Earlier this month, Sweden and Kuwait introduced a draft resolution, requesting that the UN Security Council (UNSC) vote “as soon as possible” on the proposed 30-day ceasefire in Syria, which would allow for the delivery of humanitarian aid and medical evacuation. During intense negotiations and in a concession to Russia, the draft resolution was later amended to specify that the proposed ceasefire would not apply to the Islamic State (ISIL) or Al-Qaeda. The UNSC vote, which was originally scheduled for Thursday, was later delayed and set to take place on Friday, 23 February.


Catch up on developments in…

Burma/Myanmar
Burundi
CAR
DRC
Gaza/West Bank
Iraq
Libya 
Mali

 

Nigeria
South Sudan
Sudan
Syria 
Venezuela
Yemen

 

Burma/Myanmar:

On 23 February, a bomb killed two people and injured 22 others at a bank in the northern city of Lashio. No one has claimed responsibility for the attack, but violent incidents carried out by armed ethnic groups are not uncommon in the northern part of the country. UN Special Rapporteur on the situation of human rights in Myanmar Yanghee Lee warned in a statement this month of the need to focus not only on the Rohingya crisis, but to also focus on the general ethnic strife of the country.

The Canadian government has imposed sanctions on Burmese General Maung Maung Soe, citing his alleged complicity in the violations of rights of the Rohingya population. Canadian Foreign Affairs Minister Chrystia Freeland also stated that the acts committed against the Rohingya constitute ethnic cleansing and crimes against humanity. The European Union (EU) is also preparing sanctions against Burmese generals involved in the systematic abuse of human rights against the Rohingya, Reuters has reported. European diplomats also announced the EU’s desire to strengthen the arms-embargo currently in place on Burma.

Burma has agreed to resettle the 6,000 Rohingya stranded in no man’s land, an unclaimed piece of land near the Tombru border between Burma and Bangladesh. While most of the Rohingya refugees have fled to the Cox’s Bazar district in Bangladesh, some are stranded in this area as a result of the Bangladeshi government denying their entrance to the country. The decision comes after Bangladeshi and Burmese authorities visited the impromptu camps to encourage Rohingya refugees to return to Burma.


 

Burundi:

UN Development Programme Representative to Burundi Garry Coville reported that one in three Burundian people will require humanitarian assistance in 2018, a 20 percent increase from last year’s needs. Coville stated that the socio-economic situation in the country, as well as the increase of natural disasters, will exacerbate the need for humanitarian aid.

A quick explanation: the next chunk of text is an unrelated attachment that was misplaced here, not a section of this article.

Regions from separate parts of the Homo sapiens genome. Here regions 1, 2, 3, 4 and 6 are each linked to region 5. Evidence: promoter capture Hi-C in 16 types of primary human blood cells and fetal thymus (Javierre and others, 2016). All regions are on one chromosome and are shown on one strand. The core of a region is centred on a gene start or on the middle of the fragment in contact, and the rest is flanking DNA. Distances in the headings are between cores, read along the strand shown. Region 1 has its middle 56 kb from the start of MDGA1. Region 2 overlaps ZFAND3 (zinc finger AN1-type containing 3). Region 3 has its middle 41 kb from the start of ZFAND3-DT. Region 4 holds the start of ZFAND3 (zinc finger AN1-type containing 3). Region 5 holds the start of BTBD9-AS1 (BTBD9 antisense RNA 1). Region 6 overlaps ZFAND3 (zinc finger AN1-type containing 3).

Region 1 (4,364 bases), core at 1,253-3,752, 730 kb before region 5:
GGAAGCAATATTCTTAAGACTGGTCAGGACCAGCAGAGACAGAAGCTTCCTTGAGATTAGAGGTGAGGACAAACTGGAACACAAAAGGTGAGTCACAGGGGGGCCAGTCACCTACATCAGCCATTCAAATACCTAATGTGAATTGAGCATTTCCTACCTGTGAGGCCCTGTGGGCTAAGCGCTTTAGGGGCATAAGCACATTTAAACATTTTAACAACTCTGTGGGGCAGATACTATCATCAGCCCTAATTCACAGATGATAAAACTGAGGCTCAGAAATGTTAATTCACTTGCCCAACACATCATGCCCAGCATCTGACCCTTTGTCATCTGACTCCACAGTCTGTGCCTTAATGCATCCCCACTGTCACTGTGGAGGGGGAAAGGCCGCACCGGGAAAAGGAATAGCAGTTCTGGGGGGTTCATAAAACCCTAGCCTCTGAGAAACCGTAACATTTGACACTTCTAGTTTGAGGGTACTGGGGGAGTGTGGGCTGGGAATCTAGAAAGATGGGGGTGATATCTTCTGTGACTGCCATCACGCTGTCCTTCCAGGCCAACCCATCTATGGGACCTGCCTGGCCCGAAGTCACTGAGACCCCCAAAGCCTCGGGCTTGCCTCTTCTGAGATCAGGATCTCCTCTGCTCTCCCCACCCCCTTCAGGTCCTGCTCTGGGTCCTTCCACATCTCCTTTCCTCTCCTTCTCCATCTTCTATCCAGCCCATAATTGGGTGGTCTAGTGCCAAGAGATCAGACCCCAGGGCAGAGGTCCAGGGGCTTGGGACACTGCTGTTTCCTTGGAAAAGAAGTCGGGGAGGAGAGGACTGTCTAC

Opposition groups in Burundi are accusing the government of allegedly intimidating and forcing citizens to register to vote in the upcoming constitutional referendum. The government has allegedly set up checkpoints, mostly run by the party’s youth militia wing, the Imbonerakure, to verify registration papers. Other residents stated that local authorities have allegedly threatened to withhold fertilizers and not provide health insurance validation if citizens are not registered. Burundi’s First Vice President acknowledged that some members of the Imbonerakure might have abused their power, but denied any other allegations.


 

Central African Republic:

Ursula Mueller, Assistant Secretary-General and Deputy Emergency Relief Coordinator in the Office for the Coordination of Humanitarian Affairs (OCHA), called on the international community to increase its support to the humanitarian response in the Central African Republic (CAR) after her visit to the country. While the funding for humanitarian programs has decreased in the last three years, the number of internally displaced persons in the country has doubled to 694,000 in the last year. Mueller emphasized the need to strengthen the protection of civilians during her meetings with national authorities and key stakeholders. Independent Expert on the human rights situation in the CAR Marie-Thérèse Keita Bocoum also urged for an open dialogue between factions, the need to establish judicial mechanisms, and for an increase in humanitarian assistance in the country, citing the 2.2 million people in need of aid.


 

Democratic Republic of the Congo:
The Independent National Electoral Commission (Ceni) of the DRC has revealed new electronic voting machines for the upcoming referendum later this year. The machines will allow the voter to touch the photo of a candidate, which then prints a marked ballot paper that the voter must place inside a ballot box. Additionally, the machines are only available in French, the official language of the country, but not in the four other recognized national languages. Opposition groups, however, have rejected the machines, citing concerns over easy manipulation of votes. The Catholic Church has called on the government to allow international experts to certify the machines, while the US firmly opposes an electronic vote.

Switzerland has imposed sanctions on 14 individuals allied with the DRC’s President Joseph Kabila. These sanctions, which include asset freezes and travel bans, largely replicate the sanctions already imposed by the European Union.